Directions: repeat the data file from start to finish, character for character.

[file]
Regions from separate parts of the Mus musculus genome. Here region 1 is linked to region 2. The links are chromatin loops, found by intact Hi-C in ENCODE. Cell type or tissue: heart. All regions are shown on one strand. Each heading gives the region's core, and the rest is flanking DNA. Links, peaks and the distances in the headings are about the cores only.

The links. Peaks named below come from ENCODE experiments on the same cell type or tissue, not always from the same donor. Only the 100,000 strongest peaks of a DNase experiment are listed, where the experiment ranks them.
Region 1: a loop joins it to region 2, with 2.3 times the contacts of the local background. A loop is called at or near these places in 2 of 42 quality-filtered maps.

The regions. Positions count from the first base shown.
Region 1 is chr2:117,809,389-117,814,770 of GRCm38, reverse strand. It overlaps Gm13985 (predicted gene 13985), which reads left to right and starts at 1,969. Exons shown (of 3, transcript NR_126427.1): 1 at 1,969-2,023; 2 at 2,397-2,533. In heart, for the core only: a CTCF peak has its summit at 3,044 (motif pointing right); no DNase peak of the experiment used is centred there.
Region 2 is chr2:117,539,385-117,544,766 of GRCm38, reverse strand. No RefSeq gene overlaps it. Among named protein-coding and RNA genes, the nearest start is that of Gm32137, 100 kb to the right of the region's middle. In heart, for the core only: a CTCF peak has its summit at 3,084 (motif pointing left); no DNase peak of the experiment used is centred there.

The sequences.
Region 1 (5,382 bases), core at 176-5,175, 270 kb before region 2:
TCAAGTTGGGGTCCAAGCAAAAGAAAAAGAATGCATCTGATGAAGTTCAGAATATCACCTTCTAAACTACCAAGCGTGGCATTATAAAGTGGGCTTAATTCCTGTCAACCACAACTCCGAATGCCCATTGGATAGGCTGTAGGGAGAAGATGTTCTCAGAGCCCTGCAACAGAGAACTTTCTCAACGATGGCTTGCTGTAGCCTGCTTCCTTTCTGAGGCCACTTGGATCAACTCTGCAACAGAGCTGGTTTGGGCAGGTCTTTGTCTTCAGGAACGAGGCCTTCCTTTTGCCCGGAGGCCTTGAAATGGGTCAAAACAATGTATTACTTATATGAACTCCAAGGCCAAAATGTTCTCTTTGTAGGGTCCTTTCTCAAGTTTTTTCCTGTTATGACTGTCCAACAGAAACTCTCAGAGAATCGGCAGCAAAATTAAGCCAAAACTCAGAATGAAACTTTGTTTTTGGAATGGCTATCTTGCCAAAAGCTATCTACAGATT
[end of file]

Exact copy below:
Regions from separate parts of the Mus musculus genome. Here region 1 is linked to region 2. The links are chromatin loops, found by intact Hi-C in ENCODE. Cell type or tissue: heart. All regions are shown on one strand. Each heading gives the region's core, and the rest is flanking DNA. Links, peaks and the distances in the headings are about the cores only.

The links. Peaks named below come from ENCODE experiments on the same cell type or tissue, not always from the same donor. Only the 100,000 strongest peaks of a DNase experiment are listed, where the experiment ranks them.
Region 1: a loop joins it to region 2, with 2.3 times the contacts of the local background. A loop is called at or near these places in 2 of 42 quality-filtered maps.

The regions. Positions count from the first base shown.
Region 1 is chr2:117,809,389-117,814,770 of GRCm38, reverse strand. It overlaps Gm13985 (predicted gene 13985), which reads left to right and starts at 1,969. Exons shown (of 3, transcript NR_126427.1): 1 at 1,969-2,023; 2 at 2,397-2,533. In heart, for the core only: a CTCF peak has its summit at 3,044 (motif pointing right); no DNase peak of the experiment used is centred there.
Region 2 is chr2:117,539,385-117,544,766 of GRCm38, reverse strand. No RefSeq gene overlaps it. Among named protein-coding and RNA genes, the nearest start is that of Gm32137, 100 kb to the right of the region's middle. In heart, for the core only: a CTCF peak has its summit at 3,084 (motif pointing left); no DNase peak of the experiment used is centred there.

The sequences.
Region 1 (5,382 bases), core at 176-5,175, 270 kb before region 2:
TCAAGTTGGGGTCCAAGCAAAAGAAAAAGAATGCATCTGATGAAGTTCAGAATATCACCTTCTAAACTACCAAGCGTGGCATTATAAAGTGGGCTTAATTCCTGTCAACCACAACTCCGAATGCCCATTGGATAGGCTGTAGGGAGAAGATGTTCTCAGAGCCCTGCAACAGAGAACTTTCTCAACGATGGCTTGCTGTAGCCTGCTTCCTTTCTGAGGCCACTTGGATCAACTCTGCAACAGAGCTGGTTTGGGCAGGTCTTTGTCTTCAGGAACGAGGCCTTCCTTTTGCCCGGAGGCCTTGAAATGGGTCAAAACAATGTATTACTTATATGAACTCCAAGGCCAAAATGTTCTCTTTGTAGGGTCCTTTCTCAAGTTTTTTCCTGTTATGACTGTCCAACAGAAACTCTCAGAGAATCGGCAGCAAAATTAAGCCAAAACTCAGAATGAAACTTTGTTTTTGGAATGGCTATCTTGCCAAAAGCTATCTACAGATT